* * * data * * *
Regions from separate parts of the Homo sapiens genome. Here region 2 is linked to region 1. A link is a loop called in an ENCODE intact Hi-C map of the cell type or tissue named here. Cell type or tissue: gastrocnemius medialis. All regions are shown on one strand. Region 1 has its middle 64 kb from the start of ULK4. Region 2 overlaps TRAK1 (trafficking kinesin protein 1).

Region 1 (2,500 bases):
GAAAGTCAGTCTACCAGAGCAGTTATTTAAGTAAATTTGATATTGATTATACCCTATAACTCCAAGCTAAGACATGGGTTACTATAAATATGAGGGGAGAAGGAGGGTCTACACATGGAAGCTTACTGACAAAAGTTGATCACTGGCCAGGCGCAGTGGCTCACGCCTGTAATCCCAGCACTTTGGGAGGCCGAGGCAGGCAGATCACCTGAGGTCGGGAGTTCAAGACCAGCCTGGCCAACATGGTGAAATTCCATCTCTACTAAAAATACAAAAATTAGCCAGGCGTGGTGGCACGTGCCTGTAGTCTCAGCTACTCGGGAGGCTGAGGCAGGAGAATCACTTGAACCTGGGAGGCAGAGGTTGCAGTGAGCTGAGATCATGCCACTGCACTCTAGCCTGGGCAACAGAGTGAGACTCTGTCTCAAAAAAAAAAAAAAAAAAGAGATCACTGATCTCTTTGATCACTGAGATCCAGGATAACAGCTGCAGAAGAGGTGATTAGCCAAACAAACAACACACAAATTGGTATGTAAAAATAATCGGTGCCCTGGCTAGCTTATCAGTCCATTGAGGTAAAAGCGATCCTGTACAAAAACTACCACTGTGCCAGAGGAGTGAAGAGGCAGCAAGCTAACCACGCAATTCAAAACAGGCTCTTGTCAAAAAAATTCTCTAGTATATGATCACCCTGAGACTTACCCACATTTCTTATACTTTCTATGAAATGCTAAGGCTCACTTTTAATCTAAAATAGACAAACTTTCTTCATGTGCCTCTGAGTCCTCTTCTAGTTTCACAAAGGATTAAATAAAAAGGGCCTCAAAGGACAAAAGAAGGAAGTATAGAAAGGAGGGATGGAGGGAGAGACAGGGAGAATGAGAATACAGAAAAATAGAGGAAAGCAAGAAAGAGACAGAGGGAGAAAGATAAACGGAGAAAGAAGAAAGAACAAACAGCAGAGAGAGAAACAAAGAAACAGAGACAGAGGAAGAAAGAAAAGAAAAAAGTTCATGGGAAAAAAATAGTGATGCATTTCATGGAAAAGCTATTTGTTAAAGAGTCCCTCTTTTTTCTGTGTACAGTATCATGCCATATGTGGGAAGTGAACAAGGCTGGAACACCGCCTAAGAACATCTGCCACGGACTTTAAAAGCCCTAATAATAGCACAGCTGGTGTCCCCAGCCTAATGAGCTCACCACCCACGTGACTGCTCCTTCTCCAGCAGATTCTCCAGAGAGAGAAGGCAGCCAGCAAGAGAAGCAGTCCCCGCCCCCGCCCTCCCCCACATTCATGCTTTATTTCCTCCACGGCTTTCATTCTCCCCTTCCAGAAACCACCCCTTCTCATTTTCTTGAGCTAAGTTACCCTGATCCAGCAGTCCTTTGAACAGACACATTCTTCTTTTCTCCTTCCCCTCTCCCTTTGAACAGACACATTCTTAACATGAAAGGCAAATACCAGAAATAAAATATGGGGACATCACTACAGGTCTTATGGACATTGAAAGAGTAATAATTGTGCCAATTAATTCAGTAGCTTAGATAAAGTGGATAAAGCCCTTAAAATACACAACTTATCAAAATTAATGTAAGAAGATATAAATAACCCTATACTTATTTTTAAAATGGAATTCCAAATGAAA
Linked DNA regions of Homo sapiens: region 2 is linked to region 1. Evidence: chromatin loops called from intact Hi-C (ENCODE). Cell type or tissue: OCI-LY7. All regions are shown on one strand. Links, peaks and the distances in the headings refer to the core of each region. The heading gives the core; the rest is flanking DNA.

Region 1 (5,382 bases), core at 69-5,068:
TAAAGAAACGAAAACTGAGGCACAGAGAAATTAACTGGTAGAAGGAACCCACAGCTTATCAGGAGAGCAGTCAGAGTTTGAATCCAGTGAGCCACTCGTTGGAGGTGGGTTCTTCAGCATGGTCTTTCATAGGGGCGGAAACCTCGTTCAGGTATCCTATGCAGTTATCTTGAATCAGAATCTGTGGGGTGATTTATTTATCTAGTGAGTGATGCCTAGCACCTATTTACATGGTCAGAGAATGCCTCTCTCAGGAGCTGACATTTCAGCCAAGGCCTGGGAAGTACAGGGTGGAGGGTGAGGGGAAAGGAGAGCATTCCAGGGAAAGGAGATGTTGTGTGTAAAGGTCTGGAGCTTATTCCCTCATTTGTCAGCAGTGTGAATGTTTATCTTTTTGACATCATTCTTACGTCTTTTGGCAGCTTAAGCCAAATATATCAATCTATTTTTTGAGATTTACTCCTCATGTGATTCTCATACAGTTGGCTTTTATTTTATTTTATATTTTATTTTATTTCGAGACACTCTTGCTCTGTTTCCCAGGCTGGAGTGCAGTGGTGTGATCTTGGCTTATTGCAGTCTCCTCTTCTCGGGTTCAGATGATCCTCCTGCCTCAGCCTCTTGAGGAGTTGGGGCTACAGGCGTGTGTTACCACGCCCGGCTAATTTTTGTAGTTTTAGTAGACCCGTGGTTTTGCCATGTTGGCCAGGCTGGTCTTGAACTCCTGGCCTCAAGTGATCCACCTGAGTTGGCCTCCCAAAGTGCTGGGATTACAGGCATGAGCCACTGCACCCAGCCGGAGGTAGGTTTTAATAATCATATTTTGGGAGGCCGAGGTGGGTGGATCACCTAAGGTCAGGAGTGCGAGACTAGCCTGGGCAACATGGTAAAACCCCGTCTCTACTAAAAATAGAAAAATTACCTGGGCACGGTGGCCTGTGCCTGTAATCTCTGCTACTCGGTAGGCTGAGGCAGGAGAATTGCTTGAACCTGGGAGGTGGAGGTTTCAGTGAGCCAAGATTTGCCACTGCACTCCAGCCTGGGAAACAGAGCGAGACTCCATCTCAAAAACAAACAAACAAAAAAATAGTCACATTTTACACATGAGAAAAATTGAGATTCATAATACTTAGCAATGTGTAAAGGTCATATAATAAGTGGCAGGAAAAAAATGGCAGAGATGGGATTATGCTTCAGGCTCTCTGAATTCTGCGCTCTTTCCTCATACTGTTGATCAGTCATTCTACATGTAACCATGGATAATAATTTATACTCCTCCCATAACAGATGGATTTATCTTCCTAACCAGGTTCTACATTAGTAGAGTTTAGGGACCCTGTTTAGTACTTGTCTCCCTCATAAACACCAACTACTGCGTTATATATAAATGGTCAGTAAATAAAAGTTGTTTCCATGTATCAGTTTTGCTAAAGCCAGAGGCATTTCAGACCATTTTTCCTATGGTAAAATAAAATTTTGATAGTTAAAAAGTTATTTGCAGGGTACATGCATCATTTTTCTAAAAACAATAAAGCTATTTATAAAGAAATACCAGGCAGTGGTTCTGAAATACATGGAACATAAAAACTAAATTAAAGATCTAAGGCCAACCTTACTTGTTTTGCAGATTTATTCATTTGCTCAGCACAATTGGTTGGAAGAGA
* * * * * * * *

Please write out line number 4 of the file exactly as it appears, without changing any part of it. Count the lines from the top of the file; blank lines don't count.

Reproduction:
Linked DNA regions of Homo sapiens: region 2 is linked to region 1. Evidence: chromatin loops called from intact Hi-C (ENCODE). Cell type or tissue: OCI-LY7. All regions are shown on one strand. Links, peaks and the distances in the headings refer to the core of each region. The heading gives the core; the rest is flanking DNA.